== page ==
Bloodmoon / Trapped Within Burning Machinery Split

Wed 20th September 2017

Dant Bjork

/incoming/bloodtrap.jpgToday I bring you a review of the upcoming split release from California based progressive blackened doom metal cocktail Bloodmoon and their Moreno Valley sludge metal cousins Trapped Within Burning Machinery.

Consisting of only one track from each band the record begins with the aptly titled and equally misanthropy soaked opus Nothing is Special, Nobody Cares from Bloodmoon.

Growling bass guitars and a guitar riff one can only describe as "seismic" begin this 11:40 deluge of abject misery. The vocals carry the same quality as the likes of the Texan death/sludge/grind outfit Mammoth Grinder, specifically Paragon Pusher from 2013's Underworlds release.

Smattered with the pain and anger reminiscent of Imprint-era Vision of Disorder, before descending into a dreamlike passage of clean vocals that sound like the haunted whispers of forgotten spirits. All the while set to the backdrop of the same, grinding, repetitive motifs.

All of this changes yet again around the 5 minute mark before a perfectly DSBM sounding guitar passage into cavernous nothingness takes over, bringing the song yet another dimension and complexity.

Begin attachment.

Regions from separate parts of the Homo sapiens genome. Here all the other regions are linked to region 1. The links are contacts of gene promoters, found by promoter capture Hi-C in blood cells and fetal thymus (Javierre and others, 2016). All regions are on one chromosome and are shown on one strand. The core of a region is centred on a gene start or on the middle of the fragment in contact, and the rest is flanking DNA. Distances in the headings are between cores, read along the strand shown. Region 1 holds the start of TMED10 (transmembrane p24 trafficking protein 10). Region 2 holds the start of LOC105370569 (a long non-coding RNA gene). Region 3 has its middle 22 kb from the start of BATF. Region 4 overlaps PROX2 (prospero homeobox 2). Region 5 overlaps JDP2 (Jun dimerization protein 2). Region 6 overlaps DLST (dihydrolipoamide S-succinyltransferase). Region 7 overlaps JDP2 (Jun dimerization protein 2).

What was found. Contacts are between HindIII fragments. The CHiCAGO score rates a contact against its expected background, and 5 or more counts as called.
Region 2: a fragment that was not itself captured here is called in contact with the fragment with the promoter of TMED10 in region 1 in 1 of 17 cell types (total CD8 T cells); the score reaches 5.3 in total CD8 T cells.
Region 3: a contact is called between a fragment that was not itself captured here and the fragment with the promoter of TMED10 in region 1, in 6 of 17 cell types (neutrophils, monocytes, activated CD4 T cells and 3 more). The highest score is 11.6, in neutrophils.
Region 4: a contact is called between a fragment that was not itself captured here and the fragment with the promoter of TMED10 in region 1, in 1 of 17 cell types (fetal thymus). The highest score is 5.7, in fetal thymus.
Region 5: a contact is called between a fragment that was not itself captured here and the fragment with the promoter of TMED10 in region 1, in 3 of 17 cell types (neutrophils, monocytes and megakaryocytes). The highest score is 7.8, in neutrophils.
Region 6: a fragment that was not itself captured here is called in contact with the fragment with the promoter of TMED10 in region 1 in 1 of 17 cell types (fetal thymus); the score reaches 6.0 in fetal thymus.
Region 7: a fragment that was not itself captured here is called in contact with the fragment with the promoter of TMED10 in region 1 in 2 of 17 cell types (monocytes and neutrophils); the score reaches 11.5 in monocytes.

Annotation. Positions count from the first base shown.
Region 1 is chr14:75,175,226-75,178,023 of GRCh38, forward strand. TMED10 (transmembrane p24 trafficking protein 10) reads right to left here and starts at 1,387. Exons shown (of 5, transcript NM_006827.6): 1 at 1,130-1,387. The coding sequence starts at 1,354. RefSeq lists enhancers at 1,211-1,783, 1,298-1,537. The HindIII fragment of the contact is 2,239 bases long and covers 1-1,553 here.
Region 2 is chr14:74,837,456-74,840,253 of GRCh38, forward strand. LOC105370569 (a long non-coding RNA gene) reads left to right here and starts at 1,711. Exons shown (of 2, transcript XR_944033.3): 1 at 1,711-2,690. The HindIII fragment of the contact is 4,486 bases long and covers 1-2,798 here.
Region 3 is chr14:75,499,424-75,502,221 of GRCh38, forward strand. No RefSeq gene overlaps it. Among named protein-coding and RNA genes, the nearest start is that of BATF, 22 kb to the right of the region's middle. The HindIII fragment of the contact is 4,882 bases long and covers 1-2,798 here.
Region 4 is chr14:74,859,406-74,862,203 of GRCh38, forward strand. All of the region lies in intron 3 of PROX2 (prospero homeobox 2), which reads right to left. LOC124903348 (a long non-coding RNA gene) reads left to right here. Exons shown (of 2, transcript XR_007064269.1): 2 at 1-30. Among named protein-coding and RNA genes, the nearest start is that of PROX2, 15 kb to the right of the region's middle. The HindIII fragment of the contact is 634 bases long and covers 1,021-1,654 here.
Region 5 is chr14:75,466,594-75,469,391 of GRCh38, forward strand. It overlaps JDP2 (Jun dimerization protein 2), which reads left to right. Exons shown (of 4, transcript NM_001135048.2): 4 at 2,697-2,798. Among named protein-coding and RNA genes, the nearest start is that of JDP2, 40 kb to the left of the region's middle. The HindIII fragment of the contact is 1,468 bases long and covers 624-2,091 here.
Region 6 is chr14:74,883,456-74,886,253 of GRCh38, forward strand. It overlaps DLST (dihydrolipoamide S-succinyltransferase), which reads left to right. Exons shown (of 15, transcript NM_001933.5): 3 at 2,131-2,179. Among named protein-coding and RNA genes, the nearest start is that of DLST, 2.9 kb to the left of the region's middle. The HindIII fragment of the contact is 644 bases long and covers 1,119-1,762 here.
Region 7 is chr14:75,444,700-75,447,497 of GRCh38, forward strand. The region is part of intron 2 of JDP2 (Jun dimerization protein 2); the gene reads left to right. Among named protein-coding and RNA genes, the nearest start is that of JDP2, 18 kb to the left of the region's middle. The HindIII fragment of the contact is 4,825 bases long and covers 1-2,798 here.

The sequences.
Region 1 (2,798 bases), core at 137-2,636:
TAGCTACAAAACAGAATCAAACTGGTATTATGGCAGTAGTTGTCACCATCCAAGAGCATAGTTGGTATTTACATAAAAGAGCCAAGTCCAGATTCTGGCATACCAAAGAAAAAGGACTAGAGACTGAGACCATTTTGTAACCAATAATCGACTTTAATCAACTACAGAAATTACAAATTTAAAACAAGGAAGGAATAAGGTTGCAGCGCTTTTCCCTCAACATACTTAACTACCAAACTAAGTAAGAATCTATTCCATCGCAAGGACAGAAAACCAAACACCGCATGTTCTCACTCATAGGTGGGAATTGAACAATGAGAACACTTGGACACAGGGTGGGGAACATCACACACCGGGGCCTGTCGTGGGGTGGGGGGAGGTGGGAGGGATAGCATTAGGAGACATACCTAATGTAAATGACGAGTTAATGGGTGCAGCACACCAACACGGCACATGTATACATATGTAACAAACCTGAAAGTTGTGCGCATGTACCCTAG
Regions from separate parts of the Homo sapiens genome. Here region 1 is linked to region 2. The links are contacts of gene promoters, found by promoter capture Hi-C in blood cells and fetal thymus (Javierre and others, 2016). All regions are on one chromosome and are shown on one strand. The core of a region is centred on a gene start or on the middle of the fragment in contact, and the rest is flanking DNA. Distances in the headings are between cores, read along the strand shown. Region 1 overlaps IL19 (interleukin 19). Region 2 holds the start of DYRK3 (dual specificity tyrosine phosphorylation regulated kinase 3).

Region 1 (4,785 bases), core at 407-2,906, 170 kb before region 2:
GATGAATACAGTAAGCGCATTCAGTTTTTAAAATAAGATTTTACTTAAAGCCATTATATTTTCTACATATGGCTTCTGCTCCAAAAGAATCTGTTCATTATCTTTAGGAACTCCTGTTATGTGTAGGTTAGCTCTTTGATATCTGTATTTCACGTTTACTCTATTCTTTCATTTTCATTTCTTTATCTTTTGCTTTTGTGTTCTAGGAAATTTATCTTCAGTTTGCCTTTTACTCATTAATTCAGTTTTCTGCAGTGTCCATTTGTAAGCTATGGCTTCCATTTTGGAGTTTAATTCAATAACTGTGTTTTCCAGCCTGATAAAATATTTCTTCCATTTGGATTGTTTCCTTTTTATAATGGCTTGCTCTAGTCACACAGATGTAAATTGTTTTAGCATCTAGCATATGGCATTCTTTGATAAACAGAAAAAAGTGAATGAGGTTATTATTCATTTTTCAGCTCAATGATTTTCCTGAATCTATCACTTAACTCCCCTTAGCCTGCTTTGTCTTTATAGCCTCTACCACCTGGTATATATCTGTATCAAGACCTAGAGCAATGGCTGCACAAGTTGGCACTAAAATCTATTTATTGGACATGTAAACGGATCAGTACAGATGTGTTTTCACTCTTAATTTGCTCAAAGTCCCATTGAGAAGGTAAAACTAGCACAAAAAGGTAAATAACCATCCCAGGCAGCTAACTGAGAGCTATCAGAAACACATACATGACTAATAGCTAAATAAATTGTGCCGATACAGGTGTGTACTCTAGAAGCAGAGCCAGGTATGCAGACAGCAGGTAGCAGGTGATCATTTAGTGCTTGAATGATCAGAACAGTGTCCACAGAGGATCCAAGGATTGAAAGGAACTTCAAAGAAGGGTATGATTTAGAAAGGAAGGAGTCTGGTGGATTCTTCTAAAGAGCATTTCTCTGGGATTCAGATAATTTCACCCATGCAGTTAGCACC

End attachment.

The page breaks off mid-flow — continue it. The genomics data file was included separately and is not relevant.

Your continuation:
Jason Goldie's powerhouse drum grooves set and keep the pace for an astonishing aural journey into the depths of blackened sludge.

Side Two introduces Abysswalker from Trapped Within Burning Machinery. A slow, dragging, bass-driven doom mantra. At a staggering 17:32 in length the track serves more as an emotive trance inducing exercise in ritual sacrifice. Something that should be listened to in a dark room without any distraction. The chanting vocals being reminiscent of Monoliths & Dimensions era Sunn O))).

Four minutes go by that lure you into a false sense of security before guttural roaring emits through your speakers courtesy of Zak Esparza. All the while set to a backdrop of dissonant black metal guitar harmonies and high pitched screeching not too dissimilar to Sammy Duet of Acid Bath fame. The duelling guitar harmonies once again make a return towards the climax of the track. They seem to fight with one another to come to the forefront from beneath the colossal deluge of sonic torment. The lead guitar again demonstrates clearly that each member of the band are consistent quality musicians. There's nothing within the track that falls flat or seems out of place in any way. The ability to maintain a steady pulse throughout such a long track without becoming stagnant or boring is a welcome change.

Having had no prior knowledge of either band outside of this release each track is a welcome and very worthy introduction to each artist. I for one wouldn't hesitate to pick this up from a record store. There may well only be two tracks but they both present themselves as a well rounded and concise package.


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